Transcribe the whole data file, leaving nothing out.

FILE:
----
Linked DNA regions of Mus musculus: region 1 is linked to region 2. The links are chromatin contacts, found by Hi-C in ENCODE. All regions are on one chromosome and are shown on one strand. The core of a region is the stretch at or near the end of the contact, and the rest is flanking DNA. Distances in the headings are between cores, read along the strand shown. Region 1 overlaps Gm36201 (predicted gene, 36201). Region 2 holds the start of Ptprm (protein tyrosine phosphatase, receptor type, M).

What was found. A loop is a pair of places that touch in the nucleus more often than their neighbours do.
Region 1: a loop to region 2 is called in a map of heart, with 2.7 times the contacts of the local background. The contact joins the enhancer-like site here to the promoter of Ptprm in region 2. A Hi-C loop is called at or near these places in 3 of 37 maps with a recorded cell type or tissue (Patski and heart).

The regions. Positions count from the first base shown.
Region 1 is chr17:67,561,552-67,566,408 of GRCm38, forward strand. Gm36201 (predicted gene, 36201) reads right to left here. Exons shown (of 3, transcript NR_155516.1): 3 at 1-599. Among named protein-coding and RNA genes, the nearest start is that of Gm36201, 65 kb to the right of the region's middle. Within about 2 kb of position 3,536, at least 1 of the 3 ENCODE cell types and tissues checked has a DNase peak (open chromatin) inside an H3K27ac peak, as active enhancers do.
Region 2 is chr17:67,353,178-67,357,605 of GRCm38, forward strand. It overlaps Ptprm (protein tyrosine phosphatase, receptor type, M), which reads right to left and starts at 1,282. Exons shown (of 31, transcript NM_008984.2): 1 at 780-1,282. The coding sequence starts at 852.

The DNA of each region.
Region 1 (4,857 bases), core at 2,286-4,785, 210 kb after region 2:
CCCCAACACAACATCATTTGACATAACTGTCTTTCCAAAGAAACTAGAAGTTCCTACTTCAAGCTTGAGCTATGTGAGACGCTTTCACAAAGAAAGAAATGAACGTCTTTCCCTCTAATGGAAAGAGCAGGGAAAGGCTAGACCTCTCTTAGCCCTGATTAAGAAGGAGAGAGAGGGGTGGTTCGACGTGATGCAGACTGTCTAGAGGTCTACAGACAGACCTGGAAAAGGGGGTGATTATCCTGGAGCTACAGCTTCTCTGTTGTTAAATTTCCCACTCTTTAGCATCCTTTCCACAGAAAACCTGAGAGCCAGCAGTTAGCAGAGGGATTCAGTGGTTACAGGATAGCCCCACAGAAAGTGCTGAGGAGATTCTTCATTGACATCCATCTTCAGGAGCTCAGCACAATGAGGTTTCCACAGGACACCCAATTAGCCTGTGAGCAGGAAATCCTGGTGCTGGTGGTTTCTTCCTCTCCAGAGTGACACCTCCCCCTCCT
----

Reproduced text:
Linked DNA regions of Mus musculus: region 1 is linked to region 2. The links are chromatin contacts, found by Hi-C in ENCODE. All regions are on one chromosome and are shown on one strand. The core of a region is the stretch at or near the end of the contact, and the rest is flanking DNA. Distances in the headings are between cores, read along the strand shown. Region 1 overlaps Gm36201 (predicted gene, 36201). Region 2 holds the start of Ptprm (protein tyrosine phosphatase, receptor type, M).

What was found. A loop is a pair of places that touch in the nucleus more often than their neighbours do.
Region 1: a loop to region 2 is called in a map of heart, with 2.7 times the contacts of the local background. The contact joins the enhancer-like site here to the promoter of Ptprm in region 2. A Hi-C loop is called at or near these places in 3 of 37 maps with a recorded cell type or tissue (Patski and heart).

The regions. Positions count from the first base shown.
Region 1 is chr17:67,561,552-67,566,408 of GRCm38, forward strand. Gm36201 (predicted gene, 36201) reads right to left here. Exons shown (of 3, transcript NR_155516.1): 3 at 1-599. Among named protein-coding and RNA genes, the nearest start is that of Gm36201, 65 kb to the right of the region's middle. Within about 2 kb of position 3,536, at least 1 of the 3 ENCODE cell types and tissues checked has a DNase peak (open chromatin) inside an H3K27ac peak, as active enhancers do.
Region 2 is chr17:67,353,178-67,357,605 of GRCm38, forward strand. It overlaps Ptprm (protein tyrosine phosphatase, receptor type, M), which reads right to left and starts at 1,282. Exons shown (of 31, transcript NM_008984.2): 1 at 780-1,282. The coding sequence starts at 852.

The DNA of each region.
Region 1 (4,857 bases), core at 2,286-4,785, 210 kb after region 2:
CCCCAACACAACATCATTTGACATAACTGTCTTTCCAAAGAAACTAGAAGTTCCTACTTCAAGCTTGAGCTATGTGAGACGCTTTCACAAAGAAAGAAATGAACGTCTTTCCCTCTAATGGAAAGAGCAGGGAAAGGCTAGACCTCTCTTAGCCCTGATTAAGAAGGAGAGAGAGGGGTGGTTCGACGTGATGCAGACTGTCTAGAGGTCTACAGACAGACCTGGAAAAGGGGGTGATTATCCTGGAGCTACAGCTTCTCTGTTGTTAAATTTCCCACTCTTTAGCATCCTTTCCACAGAAAACCTGAGAGCCAGCAGTTAGCAGAGGGATTCAGTGGTTACAGGATAGCCCCACAGAAAGTGCTGAGGAGATTCTTCATTGACATCCATCTTCAGGAGCTCAGCACAATGAGGTTTCCACAGGACACCCAATTAGCCTGTGAGCAGGAAATCCTGGTGCTGGTGGTTTCTTCCTCTCCAGAGTGACACCTCCCCCTCCT